Fans of the literary work, however, may have problems with parts or all of the film as some elements have apparently been changed and/or jettisoned, and not all of the lead actresses make one automatically or even generally think of Louisiana where the film is set. In addition, I should point out for those who haven't already discerned so, that this is definitely a "chick flick," with only two supporting male roles present to cut through or at least temper some of the free-flowing estrogen.

That aside, and as is the case with many such time-jumping plots, the stories that occur in the past here are far more interesting and engaging than the contemporary one, even if most of them feel episodic and pretty much have to stand on their own anyways due to a lack of properly connecting narrative threads or directorial effort.

Our interest is obviously directed toward seeing what shaped Vivi into the woman she is today as well as the one in Sidda's mixed and conflicted memories of her childhood growing up with and under her. Whether it's Caitlin Wachs ("Thirteen Days," "My Dog Skip") as the very young Vivi or Ashley Judd ("High Crimes," "Double Jeopardy") in the teen and twenty-something years -- the flashback bits are compelling and generally well-constructed standalone looks at how psychological child abuse and mental dysfunction are easily passed down and learned from one generation to the next.

The "big secret" about what scarred and turned the character into a manic-depressive isn't really that big or shocking, and thus some of the travelogue through her life - as told to Sidda - ends up being redundant. Even so, both Wachs and especially Judd deliver solid performances and make the character far more interesting than the troubled adult daughter one played by Sandra Bullock ("Murder by Numbers," "Miss Congeniality"). In fact, it's nice to see Judd tackling a more complex and demanding role both physically (playing different ages) and emotionally, but Bullock isn't given much of an opportunity to match her effort.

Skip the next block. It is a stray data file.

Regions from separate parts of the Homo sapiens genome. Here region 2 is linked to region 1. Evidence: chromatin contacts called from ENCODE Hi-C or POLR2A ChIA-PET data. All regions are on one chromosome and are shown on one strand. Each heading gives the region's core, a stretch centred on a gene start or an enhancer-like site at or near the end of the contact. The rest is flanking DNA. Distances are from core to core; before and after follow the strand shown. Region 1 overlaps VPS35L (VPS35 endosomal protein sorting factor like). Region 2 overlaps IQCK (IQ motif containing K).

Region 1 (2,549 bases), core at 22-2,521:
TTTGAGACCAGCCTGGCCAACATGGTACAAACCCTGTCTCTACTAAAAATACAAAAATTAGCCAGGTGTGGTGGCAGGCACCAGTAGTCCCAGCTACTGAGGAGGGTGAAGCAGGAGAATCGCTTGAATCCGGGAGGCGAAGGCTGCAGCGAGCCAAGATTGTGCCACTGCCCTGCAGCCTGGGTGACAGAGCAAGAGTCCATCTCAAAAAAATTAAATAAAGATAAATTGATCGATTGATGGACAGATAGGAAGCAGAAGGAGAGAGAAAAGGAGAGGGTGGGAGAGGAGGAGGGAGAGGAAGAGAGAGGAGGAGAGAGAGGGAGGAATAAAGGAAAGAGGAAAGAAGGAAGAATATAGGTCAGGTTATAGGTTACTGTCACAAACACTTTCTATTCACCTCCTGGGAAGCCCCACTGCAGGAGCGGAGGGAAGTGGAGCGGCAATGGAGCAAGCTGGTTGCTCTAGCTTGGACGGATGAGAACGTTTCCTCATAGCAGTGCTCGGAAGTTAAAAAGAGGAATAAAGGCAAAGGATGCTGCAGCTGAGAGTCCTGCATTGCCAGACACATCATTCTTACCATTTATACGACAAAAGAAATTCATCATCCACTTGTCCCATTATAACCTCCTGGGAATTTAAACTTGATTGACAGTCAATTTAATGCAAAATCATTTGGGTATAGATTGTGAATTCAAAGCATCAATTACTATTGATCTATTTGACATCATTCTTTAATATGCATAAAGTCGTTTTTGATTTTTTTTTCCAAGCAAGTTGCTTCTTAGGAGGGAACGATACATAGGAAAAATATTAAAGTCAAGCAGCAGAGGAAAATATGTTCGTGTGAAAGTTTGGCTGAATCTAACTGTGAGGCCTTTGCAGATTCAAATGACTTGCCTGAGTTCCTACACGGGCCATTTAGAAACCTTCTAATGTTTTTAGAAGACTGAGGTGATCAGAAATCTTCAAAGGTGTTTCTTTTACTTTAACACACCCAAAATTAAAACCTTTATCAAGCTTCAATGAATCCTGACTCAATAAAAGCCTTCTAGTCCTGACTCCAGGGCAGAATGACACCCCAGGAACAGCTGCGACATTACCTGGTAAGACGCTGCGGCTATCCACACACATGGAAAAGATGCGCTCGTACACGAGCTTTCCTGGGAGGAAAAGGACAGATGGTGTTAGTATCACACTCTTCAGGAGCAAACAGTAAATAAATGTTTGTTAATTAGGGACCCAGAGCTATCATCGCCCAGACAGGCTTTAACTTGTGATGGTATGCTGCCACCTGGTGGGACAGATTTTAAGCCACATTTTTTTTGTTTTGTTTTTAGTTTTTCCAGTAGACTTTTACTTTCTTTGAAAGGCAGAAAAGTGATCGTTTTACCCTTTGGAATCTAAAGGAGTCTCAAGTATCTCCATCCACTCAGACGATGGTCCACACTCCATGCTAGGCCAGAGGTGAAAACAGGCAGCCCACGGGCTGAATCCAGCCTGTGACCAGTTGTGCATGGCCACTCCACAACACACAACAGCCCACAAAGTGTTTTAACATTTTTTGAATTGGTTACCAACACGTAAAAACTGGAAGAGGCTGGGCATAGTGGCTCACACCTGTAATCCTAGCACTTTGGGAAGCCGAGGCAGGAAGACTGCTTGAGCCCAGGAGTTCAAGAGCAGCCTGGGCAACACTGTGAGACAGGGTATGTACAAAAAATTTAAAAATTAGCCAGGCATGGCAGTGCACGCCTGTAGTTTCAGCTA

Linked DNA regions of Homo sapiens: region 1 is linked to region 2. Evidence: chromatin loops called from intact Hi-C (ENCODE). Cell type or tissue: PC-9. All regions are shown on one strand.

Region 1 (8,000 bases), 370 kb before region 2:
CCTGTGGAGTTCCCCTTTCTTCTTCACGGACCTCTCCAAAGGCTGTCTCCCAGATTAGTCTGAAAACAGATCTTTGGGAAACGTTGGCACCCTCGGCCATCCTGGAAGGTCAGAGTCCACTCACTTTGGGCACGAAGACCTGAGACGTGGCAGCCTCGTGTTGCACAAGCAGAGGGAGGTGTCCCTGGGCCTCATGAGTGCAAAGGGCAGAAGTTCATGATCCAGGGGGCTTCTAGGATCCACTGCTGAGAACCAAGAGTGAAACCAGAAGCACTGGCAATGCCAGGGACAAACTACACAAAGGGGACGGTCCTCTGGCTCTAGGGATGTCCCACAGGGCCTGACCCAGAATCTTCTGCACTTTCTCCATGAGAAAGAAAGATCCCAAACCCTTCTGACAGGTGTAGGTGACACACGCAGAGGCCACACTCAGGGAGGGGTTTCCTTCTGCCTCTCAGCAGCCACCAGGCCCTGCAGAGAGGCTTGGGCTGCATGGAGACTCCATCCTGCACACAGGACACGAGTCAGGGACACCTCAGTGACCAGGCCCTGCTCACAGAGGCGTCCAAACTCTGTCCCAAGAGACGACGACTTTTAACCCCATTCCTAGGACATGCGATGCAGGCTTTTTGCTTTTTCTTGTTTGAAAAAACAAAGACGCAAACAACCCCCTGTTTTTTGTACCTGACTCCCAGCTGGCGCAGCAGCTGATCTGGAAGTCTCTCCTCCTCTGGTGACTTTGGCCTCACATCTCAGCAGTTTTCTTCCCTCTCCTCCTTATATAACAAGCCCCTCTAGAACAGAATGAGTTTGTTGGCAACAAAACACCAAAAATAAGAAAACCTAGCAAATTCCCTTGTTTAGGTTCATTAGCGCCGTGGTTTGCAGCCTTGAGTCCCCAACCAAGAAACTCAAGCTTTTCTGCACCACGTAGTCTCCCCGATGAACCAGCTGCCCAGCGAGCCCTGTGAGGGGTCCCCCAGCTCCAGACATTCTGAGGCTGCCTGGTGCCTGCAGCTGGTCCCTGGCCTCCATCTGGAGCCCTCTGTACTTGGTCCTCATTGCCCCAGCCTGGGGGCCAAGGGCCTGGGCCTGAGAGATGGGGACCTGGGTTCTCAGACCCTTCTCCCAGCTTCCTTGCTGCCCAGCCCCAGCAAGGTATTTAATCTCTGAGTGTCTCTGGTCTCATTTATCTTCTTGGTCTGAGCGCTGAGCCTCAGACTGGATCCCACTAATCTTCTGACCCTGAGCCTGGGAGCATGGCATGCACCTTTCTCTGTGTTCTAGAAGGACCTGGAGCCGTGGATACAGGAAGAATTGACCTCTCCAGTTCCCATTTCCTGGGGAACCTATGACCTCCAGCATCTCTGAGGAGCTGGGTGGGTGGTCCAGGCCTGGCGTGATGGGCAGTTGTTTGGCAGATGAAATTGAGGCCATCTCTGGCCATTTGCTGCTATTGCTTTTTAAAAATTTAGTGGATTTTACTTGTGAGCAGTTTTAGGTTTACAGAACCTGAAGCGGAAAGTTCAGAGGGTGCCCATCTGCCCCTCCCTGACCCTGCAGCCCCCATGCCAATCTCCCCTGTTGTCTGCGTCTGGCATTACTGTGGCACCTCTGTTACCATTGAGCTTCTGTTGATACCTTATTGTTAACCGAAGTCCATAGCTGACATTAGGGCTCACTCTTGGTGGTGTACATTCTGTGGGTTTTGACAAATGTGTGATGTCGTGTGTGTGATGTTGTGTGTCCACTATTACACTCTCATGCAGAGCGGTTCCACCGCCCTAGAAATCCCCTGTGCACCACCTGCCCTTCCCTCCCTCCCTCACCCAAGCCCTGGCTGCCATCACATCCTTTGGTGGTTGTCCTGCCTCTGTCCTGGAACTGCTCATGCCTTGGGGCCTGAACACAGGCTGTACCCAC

Although the mother's friends - they of the titular sisterhood - aren't particularly notable or memorable in the various flashbacks - in fact, they're often hard to differentiate or connect to their modern day counterparts - they stand out a bit more in the contemporary scenes.

While Shirley Knight ("The Salton Sea," "As Good As It Gets") is a bit shortchanged in terms of dialogue and discernible characteristics, Maggie Smith ("Gosford Park," "Harry Potter and the Sorcerer's Stone") and Fionnula Flanagan ("The Others," "Waking Ned Devine") are fun - and seem to enjoy themselves - in their respective roles.

Some may argue that they're more caricatures than real characters - and there's some validity to such claims - but they have enough enjoyable human qualities to make them entertaining. That's certainly the case with Ellen Burstyn ("Requiem For A Dream," "The Exorcist") as the overly dramatic mother. Like the others, she may go too far with some of the material for some viewers' tastes, but in general, hers is enough of a winning performance to offset such complaints.

Meanwhile, and playing the only two notable male characters, James Garner ("Space Cowboys," "My Fellow Americans") and Angus Macfadyen ("Titus," "Cradle Will Rock") both deliver good performances. Even so, it would have been interesting to see the result of them having meatier roles.

Feeling like something of a combination of elements from "Terms of Endearment" and "Steel Magnolias" but without the tragedy or as much depth, the film might be too superficial to some. It does leave some questions unanswered (such as how and why the women's friendship has endured the passage of time and familial turmoil) and clearly contains character motivations and actions that aren't fleshed out enough to make them credible and/or elicit empathy from the viewer (including Vivi's transformation from vivacious youth to manic-depressive mother).

It's not enough to derail the production completely, but at times the film doesn't work as well as one would like, while it also feels like a truncated version of a complete story rather than the whole thing. Obviously designed to entertain the general masses, the film has its winning moments and performances, but unfortunately contains just as many problems. Okay, but nothing great, "Divine Secrets of the Ya-Ya Sisterhood" rates as a 5 out of 10.

Reviewed May 21, 2002 / Posted June 7, 2002